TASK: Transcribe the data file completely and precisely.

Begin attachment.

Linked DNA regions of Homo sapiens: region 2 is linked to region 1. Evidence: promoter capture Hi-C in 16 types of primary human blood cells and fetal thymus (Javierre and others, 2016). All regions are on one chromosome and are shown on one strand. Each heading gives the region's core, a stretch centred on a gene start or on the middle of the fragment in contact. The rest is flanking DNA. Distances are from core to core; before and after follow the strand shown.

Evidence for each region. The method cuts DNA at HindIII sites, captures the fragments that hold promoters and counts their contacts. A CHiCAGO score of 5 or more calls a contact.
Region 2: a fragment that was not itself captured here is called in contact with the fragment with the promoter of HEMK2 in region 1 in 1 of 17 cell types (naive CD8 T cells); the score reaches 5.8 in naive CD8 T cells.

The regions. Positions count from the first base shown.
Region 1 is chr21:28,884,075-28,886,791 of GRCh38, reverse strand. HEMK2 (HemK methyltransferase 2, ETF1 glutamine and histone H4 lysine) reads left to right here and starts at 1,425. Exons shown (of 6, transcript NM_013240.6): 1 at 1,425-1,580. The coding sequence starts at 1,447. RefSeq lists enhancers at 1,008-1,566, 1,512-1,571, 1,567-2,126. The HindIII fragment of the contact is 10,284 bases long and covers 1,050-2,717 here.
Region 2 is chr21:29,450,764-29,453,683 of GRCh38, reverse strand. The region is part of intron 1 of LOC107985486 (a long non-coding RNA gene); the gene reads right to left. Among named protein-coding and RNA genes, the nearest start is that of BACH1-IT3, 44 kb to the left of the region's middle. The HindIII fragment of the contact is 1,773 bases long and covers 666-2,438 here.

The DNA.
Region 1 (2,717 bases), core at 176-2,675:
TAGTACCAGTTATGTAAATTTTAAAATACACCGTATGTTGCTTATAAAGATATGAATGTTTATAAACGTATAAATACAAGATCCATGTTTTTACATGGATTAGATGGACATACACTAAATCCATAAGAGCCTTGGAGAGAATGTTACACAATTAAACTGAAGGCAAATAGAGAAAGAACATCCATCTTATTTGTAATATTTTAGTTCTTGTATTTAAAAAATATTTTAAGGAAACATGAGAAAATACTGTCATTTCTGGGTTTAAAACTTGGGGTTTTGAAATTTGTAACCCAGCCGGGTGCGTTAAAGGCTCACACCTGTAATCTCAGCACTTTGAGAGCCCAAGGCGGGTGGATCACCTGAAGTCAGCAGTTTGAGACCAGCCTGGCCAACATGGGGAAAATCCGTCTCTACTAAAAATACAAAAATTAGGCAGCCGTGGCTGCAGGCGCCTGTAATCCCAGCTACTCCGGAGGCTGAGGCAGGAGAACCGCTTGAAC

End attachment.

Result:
Linked DNA regions of Homo sapiens: region 2 is linked to region 1. Evidence: promoter capture Hi-C in 16 types of primary human blood cells and fetal thymus (Javierre and others, 2016). All regions are on one chromosome and are shown on one strand. Each heading gives the region's core, a stretch centred on a gene start or on the middle of the fragment in contact. The rest is flanking DNA. Distances are from core to core; before and after follow the strand shown.

Evidence for each region. The method cuts DNA at HindIII sites, captures the fragments that hold promoters and counts their contacts. A CHiCAGO score of 5 or more calls a contact.
Region 2: a fragment that was not itself captured here is called in contact with the fragment with the promoter of HEMK2 in region 1 in 1 of 17 cell types (naive CD8 T cells); the score reaches 5.8 in naive CD8 T cells.

The regions. Positions count from the first base shown.
Region 1 is chr21:28,884,075-28,886,791 of GRCh38, reverse strand. HEMK2 (HemK methyltransferase 2, ETF1 glutamine and histone H4 lysine) reads left to right here and starts at 1,425. Exons shown (of 6, transcript NM_013240.6): 1 at 1,425-1,580. The coding sequence starts at 1,447. RefSeq lists enhancers at 1,008-1,566, 1,512-1,571, 1,567-2,126. The HindIII fragment of the contact is 10,284 bases long and covers 1,050-2,717 here.
Region 2 is chr21:29,450,764-29,453,683 of GRCh38, reverse strand. The region is part of intron 1 of LOC107985486 (a long non-coding RNA gene); the gene reads right to left. Among named protein-coding and RNA genes, the nearest start is that of BACH1-IT3, 44 kb to the left of the region's middle. The HindIII fragment of the contact is 1,773 bases long and covers 666-2,438 here.

The DNA.
Region 1 (2,717 bases), core at 176-2,675:
TAGTACCAGTTATGTAAATTTTAAAATACACCGTATGTTGCTTATAAAGATATGAATGTTTATAAACGTATAAATACAAGATCCATGTTTTTACATGGATTAGATGGACATACACTAAATCCATAAGAGCCTTGGAGAGAATGTTACACAATTAAACTGAAGGCAAATAGAGAAAGAACATCCATCTTATTTGTAATATTTTAGTTCTTGTATTTAAAAAATATTTTAAGGAAACATGAGAAAATACTGTCATTTCTGGGTTTAAAACTTGGGGTTTTGAAATTTGTAACCCAGCCGGGTGCGTTAAAGGCTCACACCTGTAATCTCAGCACTTTGAGAGCCCAAGGCGGGTGGATCACCTGAAGTCAGCAGTTTGAGACCAGCCTGGCCAACATGGGGAAAATCCGTCTCTACTAAAAATACAAAAATTAGGCAGCCGTGGCTGCAGGCGCCTGTAATCCCAGCTACTCCGGAGGCTGAGGCAGGAGAACCGCTTGAAC